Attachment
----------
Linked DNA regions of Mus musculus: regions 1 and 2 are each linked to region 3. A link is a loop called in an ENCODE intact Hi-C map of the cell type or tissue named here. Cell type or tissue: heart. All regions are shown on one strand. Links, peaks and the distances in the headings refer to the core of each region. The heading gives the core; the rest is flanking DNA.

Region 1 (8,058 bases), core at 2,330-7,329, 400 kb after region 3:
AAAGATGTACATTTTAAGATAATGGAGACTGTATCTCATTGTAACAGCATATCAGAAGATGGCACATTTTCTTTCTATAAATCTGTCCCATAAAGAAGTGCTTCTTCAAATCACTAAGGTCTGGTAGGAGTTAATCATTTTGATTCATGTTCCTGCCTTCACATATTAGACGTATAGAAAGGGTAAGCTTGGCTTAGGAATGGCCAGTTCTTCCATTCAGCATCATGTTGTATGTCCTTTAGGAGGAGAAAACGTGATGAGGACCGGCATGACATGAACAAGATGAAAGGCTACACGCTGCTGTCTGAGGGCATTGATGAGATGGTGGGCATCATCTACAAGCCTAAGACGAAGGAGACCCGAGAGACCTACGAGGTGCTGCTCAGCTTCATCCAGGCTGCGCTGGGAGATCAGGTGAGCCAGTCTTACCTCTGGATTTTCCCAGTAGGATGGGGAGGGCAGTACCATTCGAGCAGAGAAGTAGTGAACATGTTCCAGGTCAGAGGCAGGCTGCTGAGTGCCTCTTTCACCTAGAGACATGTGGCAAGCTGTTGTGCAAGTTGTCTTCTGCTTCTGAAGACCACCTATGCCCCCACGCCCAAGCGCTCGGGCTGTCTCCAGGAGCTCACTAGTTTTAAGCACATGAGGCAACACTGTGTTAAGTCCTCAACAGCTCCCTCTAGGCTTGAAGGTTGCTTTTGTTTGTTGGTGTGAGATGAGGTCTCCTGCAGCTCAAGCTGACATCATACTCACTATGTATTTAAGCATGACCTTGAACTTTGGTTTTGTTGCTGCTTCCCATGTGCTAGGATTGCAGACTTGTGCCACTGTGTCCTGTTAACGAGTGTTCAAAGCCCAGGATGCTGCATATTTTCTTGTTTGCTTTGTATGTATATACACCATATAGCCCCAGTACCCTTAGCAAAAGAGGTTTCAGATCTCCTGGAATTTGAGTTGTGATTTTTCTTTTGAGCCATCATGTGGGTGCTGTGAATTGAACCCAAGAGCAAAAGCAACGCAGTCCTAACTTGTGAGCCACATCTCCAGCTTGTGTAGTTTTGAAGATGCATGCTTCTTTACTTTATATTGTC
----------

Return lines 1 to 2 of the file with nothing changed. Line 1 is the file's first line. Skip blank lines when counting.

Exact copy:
Linked DNA regions of Mus musculus: regions 1 and 2 are each linked to region 3. A link is a loop called in an ENCODE intact Hi-C map of the cell type or tissue named here. Cell type or tissue: heart. All regions are shown on one strand. Links, peaks and the distances in the headings refer to the core of each region. The heading gives the core; the rest is flanking DNA.

Region 1 (8,058 bases), core at 2,330-7,329, 400 kb after region 3: